Overall: My most boring rotation to date. Thankfully the preceptor is nice and tries to make everything a learning experience (e.g., instead of just filling the crash cart, review ACLS guidelines while doing it and quiz yourself about when each drug is used), plus she has been great about other stuff as well. But still, this would be a better rotation for someone with no hospital experience.
  36. Rockinacoustic

    Rockinacoustic

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    Did you let your preceptor know beforehand about your previous hospital work experience?
  37. All4MyDaughter

    All4MyDaughter SDN Mommystrator Staff Member Administrator SDN Senior Moderator Lifetime Donor Partner Organization

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    Yes, good question!
  38. owlegrad

    owlegrad Uncontrollable Sarcasm Machine Staff Member Administrator SDN Senior Moderator

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    Yes, and she did customize some of the workload for me. Overall she has been great, but some of the shadowing has just been mind-numbing, that's all. For example, in the IV room I am not allowed to mix stuff until a fingertip test and a media fill test. The person who does those was not available for the first part of my rotation, so I was stuck shadowing.

    YAWN!

    And the time spent doing cart fill and filling labels is pretty boring as well, though I don't mind that as much - at least I am being somewhat helpful, though I am slow on account of not having the particulars of their setup down pat.
  39. rxlea

    rxlea Unicorn in training Moderator Emeritus

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    IPPE 3
    Site: Rural Critical Access Hospital

    Pros: very hands on. The pharmacist is an integral part of the team. The physicians, nurses, pharmacist, all work well together. Very laid back atmosphere. Got to do everything the pharmacist does in addition to observing a surgery, shadowing a physician and playing pharmacist that day, running a diabetes clinic at the IHS down the street, going to the larger hospital in the region and shadowing ICU, and giving an in service to nurses. I learned a ton.

    Cons: hour commute from where I'm staying but I got to carpool with my preceptor anyway. Don't get to handle super complicated or intensive care cases because they are transferred out (although I still got to do patient workups on them). Limited formulary. Always worry about cost for everything. Not the level of care I'm used to which was different.

    Overall: amazing rotation!!!! Loved it and love my preceptor. Best IPPE rotation of the three. It was definitely beyond my expectations. The preceptor took into account my previous hospital experience so I got to do a bit more than other IPPE students.
  40. joetrisman

    joetrisman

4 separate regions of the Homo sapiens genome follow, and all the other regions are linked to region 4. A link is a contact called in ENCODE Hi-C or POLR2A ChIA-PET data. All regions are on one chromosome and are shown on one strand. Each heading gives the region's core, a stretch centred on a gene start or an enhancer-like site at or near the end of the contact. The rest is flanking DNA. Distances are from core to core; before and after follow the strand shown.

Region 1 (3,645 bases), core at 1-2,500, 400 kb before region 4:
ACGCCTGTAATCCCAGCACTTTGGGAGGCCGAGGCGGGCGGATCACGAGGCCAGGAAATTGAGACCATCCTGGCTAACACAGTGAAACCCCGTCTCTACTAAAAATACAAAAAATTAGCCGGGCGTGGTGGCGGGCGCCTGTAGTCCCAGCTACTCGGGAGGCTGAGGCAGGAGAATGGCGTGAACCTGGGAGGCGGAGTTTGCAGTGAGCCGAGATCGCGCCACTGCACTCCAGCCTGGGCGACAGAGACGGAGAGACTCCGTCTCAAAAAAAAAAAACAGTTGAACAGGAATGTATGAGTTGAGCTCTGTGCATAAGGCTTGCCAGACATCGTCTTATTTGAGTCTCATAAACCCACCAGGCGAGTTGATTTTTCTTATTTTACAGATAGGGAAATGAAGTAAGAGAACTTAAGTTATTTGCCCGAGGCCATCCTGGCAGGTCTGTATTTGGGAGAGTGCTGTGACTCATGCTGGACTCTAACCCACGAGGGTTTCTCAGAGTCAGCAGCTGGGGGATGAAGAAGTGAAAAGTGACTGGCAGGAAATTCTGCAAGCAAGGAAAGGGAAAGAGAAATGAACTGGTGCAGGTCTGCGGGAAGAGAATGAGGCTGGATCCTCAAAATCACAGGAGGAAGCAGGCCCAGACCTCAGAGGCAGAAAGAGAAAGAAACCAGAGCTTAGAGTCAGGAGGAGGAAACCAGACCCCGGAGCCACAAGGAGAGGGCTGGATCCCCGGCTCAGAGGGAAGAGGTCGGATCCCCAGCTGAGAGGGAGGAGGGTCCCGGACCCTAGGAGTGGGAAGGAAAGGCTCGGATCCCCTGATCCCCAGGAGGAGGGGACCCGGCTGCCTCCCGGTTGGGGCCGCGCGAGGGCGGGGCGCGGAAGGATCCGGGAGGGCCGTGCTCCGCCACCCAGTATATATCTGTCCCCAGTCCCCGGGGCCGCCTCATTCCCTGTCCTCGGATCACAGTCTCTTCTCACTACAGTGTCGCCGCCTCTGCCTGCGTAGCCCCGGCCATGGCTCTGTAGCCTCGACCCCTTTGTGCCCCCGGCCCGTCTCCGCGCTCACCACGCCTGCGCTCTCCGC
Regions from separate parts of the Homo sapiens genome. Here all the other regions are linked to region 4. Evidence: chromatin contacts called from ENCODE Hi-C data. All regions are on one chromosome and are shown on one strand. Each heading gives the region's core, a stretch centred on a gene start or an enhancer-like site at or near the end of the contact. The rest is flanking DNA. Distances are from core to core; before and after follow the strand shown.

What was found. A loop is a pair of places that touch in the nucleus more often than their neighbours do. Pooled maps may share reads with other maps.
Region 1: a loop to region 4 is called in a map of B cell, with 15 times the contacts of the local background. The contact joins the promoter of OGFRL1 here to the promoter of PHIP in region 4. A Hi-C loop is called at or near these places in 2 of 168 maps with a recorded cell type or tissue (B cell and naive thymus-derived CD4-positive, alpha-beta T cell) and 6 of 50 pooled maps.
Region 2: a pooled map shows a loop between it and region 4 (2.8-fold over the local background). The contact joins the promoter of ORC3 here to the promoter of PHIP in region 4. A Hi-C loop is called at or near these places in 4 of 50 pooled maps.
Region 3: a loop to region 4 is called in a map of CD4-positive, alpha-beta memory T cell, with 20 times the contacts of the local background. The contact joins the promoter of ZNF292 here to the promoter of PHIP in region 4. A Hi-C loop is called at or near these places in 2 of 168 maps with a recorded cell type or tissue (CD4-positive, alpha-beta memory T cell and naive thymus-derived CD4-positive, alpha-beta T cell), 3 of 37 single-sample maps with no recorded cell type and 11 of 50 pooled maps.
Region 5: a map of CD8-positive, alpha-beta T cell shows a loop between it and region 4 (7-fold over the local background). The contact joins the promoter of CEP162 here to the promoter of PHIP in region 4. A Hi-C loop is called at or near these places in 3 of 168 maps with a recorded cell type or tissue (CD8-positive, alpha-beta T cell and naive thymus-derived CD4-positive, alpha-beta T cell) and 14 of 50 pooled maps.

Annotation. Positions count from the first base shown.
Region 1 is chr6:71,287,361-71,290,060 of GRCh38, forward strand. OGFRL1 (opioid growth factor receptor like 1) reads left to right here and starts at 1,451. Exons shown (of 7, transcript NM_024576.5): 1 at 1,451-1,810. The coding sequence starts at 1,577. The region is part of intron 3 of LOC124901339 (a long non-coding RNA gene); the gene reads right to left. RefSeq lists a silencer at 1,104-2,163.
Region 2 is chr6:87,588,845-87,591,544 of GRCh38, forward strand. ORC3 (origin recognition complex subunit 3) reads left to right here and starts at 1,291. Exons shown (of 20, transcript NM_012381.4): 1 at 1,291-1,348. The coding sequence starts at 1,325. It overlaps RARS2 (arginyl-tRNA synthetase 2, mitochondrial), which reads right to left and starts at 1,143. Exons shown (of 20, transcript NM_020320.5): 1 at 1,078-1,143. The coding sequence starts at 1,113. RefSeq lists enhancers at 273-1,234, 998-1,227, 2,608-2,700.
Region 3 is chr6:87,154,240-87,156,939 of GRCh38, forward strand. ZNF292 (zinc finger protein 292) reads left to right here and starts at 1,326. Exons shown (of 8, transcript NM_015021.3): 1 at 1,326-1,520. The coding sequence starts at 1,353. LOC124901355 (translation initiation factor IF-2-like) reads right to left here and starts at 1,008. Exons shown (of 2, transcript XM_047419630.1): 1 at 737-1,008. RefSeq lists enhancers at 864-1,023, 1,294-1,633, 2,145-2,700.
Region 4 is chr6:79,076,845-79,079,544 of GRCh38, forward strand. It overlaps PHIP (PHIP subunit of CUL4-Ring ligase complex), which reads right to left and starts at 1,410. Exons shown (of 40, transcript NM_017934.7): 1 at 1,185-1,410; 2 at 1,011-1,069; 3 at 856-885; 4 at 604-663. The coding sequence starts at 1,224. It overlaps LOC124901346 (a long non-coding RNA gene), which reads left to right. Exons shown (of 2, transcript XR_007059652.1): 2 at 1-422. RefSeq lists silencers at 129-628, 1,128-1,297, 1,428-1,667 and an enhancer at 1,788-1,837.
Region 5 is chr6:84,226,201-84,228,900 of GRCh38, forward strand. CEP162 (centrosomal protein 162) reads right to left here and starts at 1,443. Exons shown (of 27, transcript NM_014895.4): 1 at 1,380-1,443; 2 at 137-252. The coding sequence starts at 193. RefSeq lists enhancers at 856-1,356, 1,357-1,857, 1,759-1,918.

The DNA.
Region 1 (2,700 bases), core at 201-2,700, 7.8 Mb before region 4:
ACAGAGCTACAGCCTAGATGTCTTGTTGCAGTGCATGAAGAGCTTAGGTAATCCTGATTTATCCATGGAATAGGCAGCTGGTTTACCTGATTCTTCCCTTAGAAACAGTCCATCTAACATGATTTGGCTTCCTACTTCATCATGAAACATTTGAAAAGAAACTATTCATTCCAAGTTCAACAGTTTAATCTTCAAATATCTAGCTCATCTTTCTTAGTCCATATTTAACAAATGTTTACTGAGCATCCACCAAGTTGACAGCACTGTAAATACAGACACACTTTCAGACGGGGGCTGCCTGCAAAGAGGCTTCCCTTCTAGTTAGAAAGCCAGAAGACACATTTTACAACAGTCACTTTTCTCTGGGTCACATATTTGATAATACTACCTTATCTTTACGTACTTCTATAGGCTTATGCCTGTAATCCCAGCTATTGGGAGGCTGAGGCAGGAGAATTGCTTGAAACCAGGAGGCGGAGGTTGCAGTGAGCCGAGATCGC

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    APPE Rotation 1: Advanced Community

    Pros: 5 weeks of going into nearly automatic as I already work retail. Rph gave me his logins and told me to go while he did tech work or did manager work the whole rotation. Learned a lot about the rph perspective in the pharmacy. Got heavily involved in clinical services (well, compared to past experience). Made several interventions that I felt proud of and felt like I really helped.

    Cons: Did not get as much MTM experience as I wished as the chain I'm at is still putting 99% of their staffing hours towards dispensing and therefore time for MTM was limited.

    General: I really think I could dig retail if I didn't match. I'll grant that some days are hard and there currently isn't enough time for as much clinical analysis as I'd like, but I really did feel a LOT of satisfaction going home most days after helping people out and getting genuine feedback about their appreciation.
  41. Digsbe

    Digsbe

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    Seeing this makes me very excited to start school in a week and a half. In my program we begin our IPPEs the second week of classes :) I'm looking forward to my 4th year now.

    Thanks for sharing your experiences.
  42. Ackj

    Ackj

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    I was a hospital tech for a bit during undergrad, so I sort of had this feelingon the first part of IPPE. Thankfully, my preceptor said "You already know this stuff, just spend this week knocking off those assigned tasks, then we'll do the cool stuff" and that's exactly what happened.

    At my most recent APPE, one of the pharmacists did his on his desk, rather than the hood, to make a point. His passed just the same as any 'proper' test did.
  43. joetrisman

    joetrisman

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    APPE Rotation 2: Long term care